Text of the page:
Memory

The Darkest Day That Only Survivors Can Understand

Shiki and Mom

L-R, My wife and my mother -in- law slightly before she was murdered in the 1994 Genocide against the Tutsi in Rwanda.

Every genocide survivor has at least one darkest day in his life. A day that made his entire life fall apart forever. A day that only those who lived it can understand. May 7th is that trying date for my wife, her brothers, our best friend Frida and many other survivors who lost their beloved ones on this day, during the genocide against the Tutsi in Rwanda, 25 years ago.

It is in the spring of 1994. The same period that the fate of all Tutsi across the country of Rwanda was sealed.

From April 7 to Mid-July 1994, we, the Tutsi were targeted for total annihilation. Our fellow countrymen and their Hutu Supremacist government aimed to wipe all traces that we existed — a goal that they almost achieved.  At the end of 100 days of slaughter, more than 85 % of Rwanda’s Tutsi population inside the country were systematically slaughtered. Over 1 million women, men, and children decimated simply because they were born Tutsi or identified as such.

On this day, 25 years ago, my wife narrowly defied death when the Hutu killers got to their home in Kagarama—One of Rwanda’s capital Kigali neighborhoods.  Her mother did not survive that day. Armed with rifles, the Hutus fired at everyone in the house leaving them for dead in cold blood. The Hutu Killers left their bodies lying right in the front yard of their home.

That image, of a lifeless body of a mother, surrounded by her semi-conscious children, all lying on the ground still haunts one of the children, a 7-year-old girl, who became my wife, twenty years later. Covered in blood, and heavily bleeding, my wife and my brother -in- law, Aristarque, woke up and started a journey towards nowhere.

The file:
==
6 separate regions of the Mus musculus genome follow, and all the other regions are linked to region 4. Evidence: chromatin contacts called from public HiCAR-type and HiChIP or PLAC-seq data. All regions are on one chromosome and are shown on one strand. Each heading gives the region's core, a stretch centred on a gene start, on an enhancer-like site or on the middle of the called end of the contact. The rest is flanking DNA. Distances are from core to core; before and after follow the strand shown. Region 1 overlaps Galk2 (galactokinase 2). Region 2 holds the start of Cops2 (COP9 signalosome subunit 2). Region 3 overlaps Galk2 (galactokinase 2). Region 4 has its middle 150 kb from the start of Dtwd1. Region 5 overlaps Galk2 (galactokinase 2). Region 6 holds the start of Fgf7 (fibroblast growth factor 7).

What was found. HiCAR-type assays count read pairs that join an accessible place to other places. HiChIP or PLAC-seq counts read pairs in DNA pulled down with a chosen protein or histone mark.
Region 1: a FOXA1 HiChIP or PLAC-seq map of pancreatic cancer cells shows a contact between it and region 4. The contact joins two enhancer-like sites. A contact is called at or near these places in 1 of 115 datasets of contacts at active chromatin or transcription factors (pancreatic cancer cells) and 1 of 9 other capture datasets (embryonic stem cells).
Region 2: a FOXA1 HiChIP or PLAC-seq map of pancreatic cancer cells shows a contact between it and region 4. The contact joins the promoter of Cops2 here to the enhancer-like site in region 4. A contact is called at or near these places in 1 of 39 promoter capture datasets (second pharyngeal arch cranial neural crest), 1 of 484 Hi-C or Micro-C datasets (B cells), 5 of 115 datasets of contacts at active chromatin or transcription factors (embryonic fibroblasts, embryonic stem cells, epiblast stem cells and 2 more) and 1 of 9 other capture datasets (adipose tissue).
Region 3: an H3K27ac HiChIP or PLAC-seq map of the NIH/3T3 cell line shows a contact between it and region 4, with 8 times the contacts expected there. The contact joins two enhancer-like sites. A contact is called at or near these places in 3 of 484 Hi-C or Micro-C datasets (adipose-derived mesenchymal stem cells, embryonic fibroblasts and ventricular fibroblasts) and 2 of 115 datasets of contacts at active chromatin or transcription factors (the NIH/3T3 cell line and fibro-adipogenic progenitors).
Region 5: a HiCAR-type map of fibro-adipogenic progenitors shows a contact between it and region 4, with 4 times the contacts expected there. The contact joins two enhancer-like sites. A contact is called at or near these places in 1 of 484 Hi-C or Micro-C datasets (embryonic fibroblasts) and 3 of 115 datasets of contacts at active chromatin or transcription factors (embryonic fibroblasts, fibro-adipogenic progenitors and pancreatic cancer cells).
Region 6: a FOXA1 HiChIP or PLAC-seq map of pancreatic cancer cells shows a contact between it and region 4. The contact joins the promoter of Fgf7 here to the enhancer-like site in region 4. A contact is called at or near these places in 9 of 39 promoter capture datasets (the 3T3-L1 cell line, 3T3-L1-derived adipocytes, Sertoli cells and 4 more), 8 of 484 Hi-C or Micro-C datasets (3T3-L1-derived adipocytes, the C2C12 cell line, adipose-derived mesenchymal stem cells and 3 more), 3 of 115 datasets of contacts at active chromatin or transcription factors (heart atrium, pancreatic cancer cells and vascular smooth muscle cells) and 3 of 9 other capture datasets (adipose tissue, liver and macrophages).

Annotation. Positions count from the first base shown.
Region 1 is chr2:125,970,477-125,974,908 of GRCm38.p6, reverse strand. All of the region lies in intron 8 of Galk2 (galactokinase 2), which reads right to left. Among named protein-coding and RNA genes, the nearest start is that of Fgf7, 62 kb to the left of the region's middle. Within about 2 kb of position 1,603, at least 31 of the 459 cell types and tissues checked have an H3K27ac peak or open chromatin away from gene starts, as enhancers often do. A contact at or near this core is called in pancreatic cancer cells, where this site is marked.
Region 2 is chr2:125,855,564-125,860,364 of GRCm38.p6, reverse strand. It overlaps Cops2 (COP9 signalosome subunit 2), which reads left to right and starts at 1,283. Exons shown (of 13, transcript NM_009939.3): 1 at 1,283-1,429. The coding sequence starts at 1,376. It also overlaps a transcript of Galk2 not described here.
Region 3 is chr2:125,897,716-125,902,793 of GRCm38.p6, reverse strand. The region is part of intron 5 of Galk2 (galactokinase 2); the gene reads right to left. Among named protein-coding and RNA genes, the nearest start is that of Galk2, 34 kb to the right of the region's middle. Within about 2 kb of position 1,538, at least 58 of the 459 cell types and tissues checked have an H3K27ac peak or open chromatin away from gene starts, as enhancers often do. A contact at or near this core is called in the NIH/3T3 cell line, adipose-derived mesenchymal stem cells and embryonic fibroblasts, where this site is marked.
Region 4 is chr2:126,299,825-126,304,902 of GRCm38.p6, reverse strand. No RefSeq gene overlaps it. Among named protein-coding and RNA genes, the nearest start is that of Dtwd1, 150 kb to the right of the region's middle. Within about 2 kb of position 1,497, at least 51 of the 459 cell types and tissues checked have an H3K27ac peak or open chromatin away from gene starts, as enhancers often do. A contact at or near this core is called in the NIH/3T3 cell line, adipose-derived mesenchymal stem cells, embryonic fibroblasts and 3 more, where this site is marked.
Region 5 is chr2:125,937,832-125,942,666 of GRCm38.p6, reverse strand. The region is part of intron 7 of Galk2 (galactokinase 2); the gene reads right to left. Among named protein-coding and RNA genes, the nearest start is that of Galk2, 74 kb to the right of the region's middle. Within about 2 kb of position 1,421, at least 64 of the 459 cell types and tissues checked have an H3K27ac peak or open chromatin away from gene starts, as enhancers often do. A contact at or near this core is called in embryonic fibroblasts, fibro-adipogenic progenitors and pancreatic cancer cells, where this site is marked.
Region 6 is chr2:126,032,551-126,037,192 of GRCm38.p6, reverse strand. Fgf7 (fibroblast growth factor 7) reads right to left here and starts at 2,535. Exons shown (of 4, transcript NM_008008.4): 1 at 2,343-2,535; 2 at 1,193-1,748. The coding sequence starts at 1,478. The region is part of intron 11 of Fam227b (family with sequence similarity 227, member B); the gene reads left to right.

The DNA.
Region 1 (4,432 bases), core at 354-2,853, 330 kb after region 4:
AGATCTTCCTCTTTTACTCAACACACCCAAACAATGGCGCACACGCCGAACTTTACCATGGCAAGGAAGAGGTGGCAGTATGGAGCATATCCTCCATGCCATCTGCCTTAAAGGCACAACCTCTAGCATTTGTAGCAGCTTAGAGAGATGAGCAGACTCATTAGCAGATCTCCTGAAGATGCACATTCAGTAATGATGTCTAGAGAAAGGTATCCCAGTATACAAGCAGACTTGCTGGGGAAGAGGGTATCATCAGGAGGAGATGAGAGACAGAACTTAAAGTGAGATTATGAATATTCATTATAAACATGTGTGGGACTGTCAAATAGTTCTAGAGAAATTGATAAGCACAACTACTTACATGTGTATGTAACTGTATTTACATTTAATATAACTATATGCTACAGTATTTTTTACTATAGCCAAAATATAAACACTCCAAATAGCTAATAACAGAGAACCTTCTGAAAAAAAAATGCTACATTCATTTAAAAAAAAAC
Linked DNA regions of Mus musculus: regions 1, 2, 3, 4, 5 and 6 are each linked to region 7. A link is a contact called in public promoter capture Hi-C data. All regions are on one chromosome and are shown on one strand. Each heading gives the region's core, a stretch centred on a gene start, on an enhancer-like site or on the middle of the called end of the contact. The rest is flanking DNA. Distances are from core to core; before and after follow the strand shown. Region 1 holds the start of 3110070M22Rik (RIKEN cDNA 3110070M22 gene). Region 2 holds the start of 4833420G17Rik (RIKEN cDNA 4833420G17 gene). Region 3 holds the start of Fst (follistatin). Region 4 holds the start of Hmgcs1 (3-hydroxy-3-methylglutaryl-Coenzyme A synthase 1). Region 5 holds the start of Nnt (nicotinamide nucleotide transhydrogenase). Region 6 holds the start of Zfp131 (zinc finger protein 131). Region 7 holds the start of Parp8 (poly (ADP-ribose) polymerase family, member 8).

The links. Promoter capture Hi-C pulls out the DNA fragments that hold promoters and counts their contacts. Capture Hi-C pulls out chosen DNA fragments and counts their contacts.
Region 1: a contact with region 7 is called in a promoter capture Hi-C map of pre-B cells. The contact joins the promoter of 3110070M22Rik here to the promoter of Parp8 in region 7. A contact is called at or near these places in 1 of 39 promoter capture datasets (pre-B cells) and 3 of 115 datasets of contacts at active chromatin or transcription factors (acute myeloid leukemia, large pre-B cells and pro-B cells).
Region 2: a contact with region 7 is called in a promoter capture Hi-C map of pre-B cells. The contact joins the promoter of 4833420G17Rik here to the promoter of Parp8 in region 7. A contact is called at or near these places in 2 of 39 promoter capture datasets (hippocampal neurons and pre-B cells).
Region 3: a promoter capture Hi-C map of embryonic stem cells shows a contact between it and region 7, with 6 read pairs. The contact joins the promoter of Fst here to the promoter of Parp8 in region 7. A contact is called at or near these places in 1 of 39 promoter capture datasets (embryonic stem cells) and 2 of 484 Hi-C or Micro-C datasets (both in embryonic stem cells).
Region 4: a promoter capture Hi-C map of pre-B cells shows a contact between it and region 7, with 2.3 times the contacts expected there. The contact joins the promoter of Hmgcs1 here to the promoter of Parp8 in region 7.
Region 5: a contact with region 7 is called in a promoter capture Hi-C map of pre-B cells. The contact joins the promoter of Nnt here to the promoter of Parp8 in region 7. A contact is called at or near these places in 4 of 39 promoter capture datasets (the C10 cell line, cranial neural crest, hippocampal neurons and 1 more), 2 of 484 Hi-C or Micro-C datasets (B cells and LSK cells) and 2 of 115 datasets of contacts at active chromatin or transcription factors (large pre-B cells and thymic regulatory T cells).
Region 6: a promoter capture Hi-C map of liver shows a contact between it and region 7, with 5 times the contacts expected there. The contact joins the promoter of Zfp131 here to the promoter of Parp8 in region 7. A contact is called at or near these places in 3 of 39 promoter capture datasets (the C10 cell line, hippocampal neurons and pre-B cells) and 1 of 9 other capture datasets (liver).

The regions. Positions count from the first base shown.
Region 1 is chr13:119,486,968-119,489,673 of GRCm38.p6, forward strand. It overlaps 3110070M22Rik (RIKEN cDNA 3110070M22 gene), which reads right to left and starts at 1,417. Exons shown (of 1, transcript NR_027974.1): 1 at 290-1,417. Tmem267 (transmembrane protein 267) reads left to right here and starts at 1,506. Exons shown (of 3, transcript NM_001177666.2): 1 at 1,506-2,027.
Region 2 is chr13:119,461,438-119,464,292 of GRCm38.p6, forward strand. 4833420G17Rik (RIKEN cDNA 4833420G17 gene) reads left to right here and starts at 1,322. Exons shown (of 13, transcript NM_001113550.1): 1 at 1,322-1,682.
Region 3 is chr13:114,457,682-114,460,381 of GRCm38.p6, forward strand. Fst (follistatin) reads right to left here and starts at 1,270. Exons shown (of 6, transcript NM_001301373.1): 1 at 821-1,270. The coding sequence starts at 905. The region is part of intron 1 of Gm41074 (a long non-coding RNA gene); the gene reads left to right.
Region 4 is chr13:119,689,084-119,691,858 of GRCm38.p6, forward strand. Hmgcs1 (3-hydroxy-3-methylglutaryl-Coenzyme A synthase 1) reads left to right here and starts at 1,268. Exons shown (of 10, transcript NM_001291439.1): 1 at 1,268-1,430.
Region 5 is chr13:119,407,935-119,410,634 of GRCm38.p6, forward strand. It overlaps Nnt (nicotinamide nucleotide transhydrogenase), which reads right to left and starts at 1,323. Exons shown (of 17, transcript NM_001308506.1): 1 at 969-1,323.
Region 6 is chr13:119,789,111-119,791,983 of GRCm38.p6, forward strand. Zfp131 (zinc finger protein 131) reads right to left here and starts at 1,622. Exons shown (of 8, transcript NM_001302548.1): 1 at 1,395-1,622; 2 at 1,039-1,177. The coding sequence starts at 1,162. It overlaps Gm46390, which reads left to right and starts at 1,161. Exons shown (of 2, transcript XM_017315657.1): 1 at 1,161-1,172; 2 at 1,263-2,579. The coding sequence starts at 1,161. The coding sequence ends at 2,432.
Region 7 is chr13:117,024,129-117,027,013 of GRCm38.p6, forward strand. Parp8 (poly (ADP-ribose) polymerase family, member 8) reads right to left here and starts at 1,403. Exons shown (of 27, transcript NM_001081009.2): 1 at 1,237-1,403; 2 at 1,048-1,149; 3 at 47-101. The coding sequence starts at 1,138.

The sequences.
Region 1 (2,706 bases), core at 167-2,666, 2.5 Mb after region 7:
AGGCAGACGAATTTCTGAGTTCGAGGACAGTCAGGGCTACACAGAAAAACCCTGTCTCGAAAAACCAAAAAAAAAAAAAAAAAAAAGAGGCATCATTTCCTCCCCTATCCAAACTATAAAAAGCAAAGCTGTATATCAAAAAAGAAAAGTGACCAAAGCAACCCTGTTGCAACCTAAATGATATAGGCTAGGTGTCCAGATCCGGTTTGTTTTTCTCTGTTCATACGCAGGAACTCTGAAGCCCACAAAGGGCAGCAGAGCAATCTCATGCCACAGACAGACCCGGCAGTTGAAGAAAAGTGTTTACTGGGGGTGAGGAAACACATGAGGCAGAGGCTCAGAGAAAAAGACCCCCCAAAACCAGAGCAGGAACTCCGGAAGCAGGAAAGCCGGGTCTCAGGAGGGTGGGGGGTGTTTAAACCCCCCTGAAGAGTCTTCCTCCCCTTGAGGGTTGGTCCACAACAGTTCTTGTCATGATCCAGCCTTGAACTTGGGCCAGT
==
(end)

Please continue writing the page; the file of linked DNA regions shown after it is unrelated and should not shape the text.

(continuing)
What happened later and how they eventually survived is a story for another time.

The call to wipe out all the Tutsi of Rwanda reached each and every corner of the country. From the capital Kigali to Nyanza in the south, no single inch of Rwanda’s soil that did not drink the blood of Tutsi.

My wife shares her darkest date with our friend, Frida, who was in Nyanza at the time of genocide—a district in the southern part of Rwanda.  On that day, too, Frida watched her entire family being brutally butchered with machetes by the Hutus. She was left for dead and buried alive in a pit hole along with her family members.  She is the sole survivor in her immediate family.  Her story of courage and resilience is covered in a memoir she re-published in 2017.

The brutality my wife experienced at the hands of Hutus on that Saturday of May in 1994, left deep visible and even deeper invisible scars in her life.

Today, visible scars are healing. She got used to doing everything with one hand. She successfully learned how to write again using a different hand. She drives a car. She is even faster than me at typing.

_Al shiki 4817

My wife, Shiki, and I, April 2018.

It is impossible, though, for her to forget that she once had a normal life before the dark date of May 7. Impossible to forget that she was once able to tie her hair or peel vegetables without any help.  Impossible to forget this dark day that robbed all her childhood’s innocence.

The invisible wounds, however, will apparently stay with genocide survivors as long as they live. Nightmares and flashbacks of the terrible images my wife and many other survivors witnessed haunt them on a regular basis.

‘’This makes me sometimes wonder if surviving in itself is a good thing or NOT. It is  difficult to live with such a heavy burden of memory on my weak shoulders.”  My wife, Shiki, told me recently.

The dark day of May 7, 1994, robbed me a chance to ever see a hero that gave life to my wife. My children will never afford the luxury of having a grandmother. The Hutus took her life so soon, so young.

Although I never met her before, I see her every day through her beautiful daughter that I married. We talk about her all the time.  Her love, her courage and above all, her resilience against all odds.

She endured what no one should experience in life.

Three years before the ‘’final solution’’ of 1994, her husband, my father-in-law, was killed in anti-Tutsi pogroms that targeted the ‘’Bagogwe’’—The Tutsi sub-group living in the Northwestern part of Rwanda. Unaware of the fate that was waiting for her and all the Tutsi in 1994, my mother-in-law fled to Kigali literally with nothing.

She raised her four children as a single mom and found a modest job, teaching in primary school during the day and at the same time, working as a private tutor in the evening to make some extra money.

The cursed day of May 7, 1994, swiped away the life of an iron woman, my mother-in-law.  May her soul rest in peace. May the souls of Frida’s family and others who lost their lives on this day 25 years ago, rest in peace. They are alive because we survived.

By Albert Gasake

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